Behavioral tests

Behavioral tests were conducted by experimenters blinded to the group allocation. Pain-related behavior in mice was tested before surgery (day 0) and at 7, 14, and 21 days after surgery, and anxiety-like behaviors were tested 2 h after the pain-related behavior test at 7, 14, and 21 days after surgery. For pain-related behavior, the acetone test was performed 30 min after the von Frey test, and for anxiety-like behaviors the elevated plus maze (EPM) test was conducted 10 min after the open field test (OFT).

Von Frey test for mechanical allodynia

We performed a less stressful and more precise method of mechanical allodynia testing. All experiments were carried out in a quiet room under a soft light between 9 a.m. and 6 p.m., and the room temperature was kept at 25 °C throughout the behavioral testings. The ipsilateral hairs in the V2 and V3 measured regions of the mice were removed using a hair clipper (HC1066, Philips, Netherlands). The mice were then habituated to a box (8 cm × 8 cm × 10 cm) made of black wire mesh for 30 min per day for 3 days. A series of von Frey filaments (0.07 g, 0.16 g, 0.4 g, 0.6 g, 1.0 g, 1.4 g, and 2.0 g; Stoelting, USA) were applied to the skin in the V2 or V3 area. Each von Frey filament was applied five times at intervals of a few seconds. A period of up to 6 s was set as the cut-off time to avoid tissue damage. A quick withdrawal of the head after the filament became bent was defined as a response, and the size of the filament at which three positive responses were seen out of five stimulations was defined as the pain threshold.

Acetone test for cold allodynia

A 50 μl drop of 90% acetone (diluted in distilled water) was applied to the ipsilateral V3 skin through a 25-gauge needle attached to a 1 mL microsyringe (Hamilton, Reno, NV). Special care was taken to avoid touching the skin and to avoid acetone leakage. The animals were habituated for 3 consecutive days and then baseline values were tested. The total orofacial wiping time was obtained within a cutoff time of 2 min. Cold allodynia was considered present if the wiping time after exposure to acetone was increased compared to basal values or to sham-operated animals. Because of the difficulty in avoiding acetone being sprayed into the eyes, we did not administer acetone to the V2 area, i.e. only the secondary cold allodynia but not the primary cold allodynia was tested.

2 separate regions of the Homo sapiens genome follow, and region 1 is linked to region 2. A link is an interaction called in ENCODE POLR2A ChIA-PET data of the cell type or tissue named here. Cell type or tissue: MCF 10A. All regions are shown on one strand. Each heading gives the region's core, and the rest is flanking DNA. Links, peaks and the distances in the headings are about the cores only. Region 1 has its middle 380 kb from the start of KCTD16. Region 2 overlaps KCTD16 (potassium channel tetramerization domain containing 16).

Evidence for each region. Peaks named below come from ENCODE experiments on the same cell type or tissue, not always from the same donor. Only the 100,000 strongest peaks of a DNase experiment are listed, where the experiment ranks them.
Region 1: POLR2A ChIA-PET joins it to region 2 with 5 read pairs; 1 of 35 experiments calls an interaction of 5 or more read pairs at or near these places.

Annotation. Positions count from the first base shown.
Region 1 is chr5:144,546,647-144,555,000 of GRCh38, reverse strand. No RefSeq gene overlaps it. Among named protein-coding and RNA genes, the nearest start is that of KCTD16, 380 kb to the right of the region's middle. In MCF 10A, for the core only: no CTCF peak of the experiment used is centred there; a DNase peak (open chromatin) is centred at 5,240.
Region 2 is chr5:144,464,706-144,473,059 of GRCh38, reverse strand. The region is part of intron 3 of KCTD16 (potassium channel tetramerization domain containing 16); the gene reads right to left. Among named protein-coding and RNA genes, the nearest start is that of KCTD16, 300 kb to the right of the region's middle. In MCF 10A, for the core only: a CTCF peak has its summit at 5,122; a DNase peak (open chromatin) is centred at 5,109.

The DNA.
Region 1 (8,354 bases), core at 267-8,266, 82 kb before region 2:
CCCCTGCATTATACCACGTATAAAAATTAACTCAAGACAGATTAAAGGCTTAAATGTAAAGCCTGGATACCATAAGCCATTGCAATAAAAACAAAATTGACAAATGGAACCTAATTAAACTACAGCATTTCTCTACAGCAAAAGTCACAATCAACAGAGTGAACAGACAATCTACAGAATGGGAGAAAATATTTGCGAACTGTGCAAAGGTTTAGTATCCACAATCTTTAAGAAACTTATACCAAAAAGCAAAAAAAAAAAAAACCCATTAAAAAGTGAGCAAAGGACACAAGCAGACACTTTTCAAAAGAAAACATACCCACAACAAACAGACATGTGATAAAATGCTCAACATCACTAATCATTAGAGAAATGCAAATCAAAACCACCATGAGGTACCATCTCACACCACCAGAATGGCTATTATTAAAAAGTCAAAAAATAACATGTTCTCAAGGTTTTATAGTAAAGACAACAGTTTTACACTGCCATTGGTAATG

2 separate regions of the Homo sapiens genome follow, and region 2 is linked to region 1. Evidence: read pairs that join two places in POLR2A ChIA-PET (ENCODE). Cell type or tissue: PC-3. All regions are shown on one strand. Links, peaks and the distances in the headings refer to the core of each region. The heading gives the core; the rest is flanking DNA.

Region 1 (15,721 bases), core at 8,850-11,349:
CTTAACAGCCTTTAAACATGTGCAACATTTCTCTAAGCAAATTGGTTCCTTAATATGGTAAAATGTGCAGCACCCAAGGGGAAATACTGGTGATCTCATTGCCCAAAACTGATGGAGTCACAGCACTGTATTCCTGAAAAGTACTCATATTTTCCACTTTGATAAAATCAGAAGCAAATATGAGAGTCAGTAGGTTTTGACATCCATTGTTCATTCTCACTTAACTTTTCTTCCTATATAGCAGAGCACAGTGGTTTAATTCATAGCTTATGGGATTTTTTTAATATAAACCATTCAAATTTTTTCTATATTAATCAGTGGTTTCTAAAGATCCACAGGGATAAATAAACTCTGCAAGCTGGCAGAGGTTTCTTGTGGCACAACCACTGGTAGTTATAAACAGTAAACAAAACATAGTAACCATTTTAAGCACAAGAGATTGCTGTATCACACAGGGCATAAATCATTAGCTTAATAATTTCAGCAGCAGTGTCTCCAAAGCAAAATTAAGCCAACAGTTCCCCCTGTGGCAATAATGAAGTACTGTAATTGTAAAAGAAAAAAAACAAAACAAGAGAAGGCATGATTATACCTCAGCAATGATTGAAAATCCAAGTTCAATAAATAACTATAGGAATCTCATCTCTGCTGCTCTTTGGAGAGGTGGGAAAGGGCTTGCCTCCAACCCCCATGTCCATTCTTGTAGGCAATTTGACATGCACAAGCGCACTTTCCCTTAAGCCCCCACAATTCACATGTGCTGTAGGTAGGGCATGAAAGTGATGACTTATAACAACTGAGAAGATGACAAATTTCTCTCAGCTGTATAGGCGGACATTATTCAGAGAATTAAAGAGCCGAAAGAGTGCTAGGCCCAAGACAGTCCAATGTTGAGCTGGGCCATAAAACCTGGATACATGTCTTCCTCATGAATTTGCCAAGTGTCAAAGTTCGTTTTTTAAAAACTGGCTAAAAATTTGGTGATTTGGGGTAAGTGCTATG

Elevated plus maze test

The EPM test was performed according to a previous study [46]. The maze consisted of four arms (5 cm × 30 cm), including two closed arms having 20-cm high walls and two arms left open (open arms). The maze was elevated 40 cm above the floor. Light intensities in the central area and the opened and closed arms were set to 15 lx, 15 lx, and 5 lx, respectively, and the temperature was controlled at 22° ± 1 °C. Mice were placed in the center of the maze facing an open arm and allowed free access to the four arms for 5 min. The central platform was 6 cm × 6 cm, the two open arms were 30 cm × 6 cm, and the two closed arms were 30 cm × 6 cm × 20 cm. A video tracking system and software (Shanghai Mobile Datum Information Technology Company, Shanghai, China) was used to calculate the percentage of open-arm distance ([open distance]/[total distance] × 100), open-arm entries ([open entries]/[total entries] × 100), and open-arm time ([time in open arms]/[time in total arms] × 100).

Open field test

The OFT was administrated as described previously [46]. In brief, the mice were individually placed into the center of an open box apparatus (50 cm × 50 cm × 40 cm) with a black floor. The size of the center zone was set at 25 cm × 25 cm. After freely exploring for 5 min, the time spent in the center square and the total and central distances traveled were recorded and analyzed. Results were expressed as the time spent in the center square, the distance traveled in the center square, and the percentage of the center distance ([center distance]/[total distance] × 100). The experiment was performed under controlled conditions (22° ± 1 °C, dim light (15 lx)).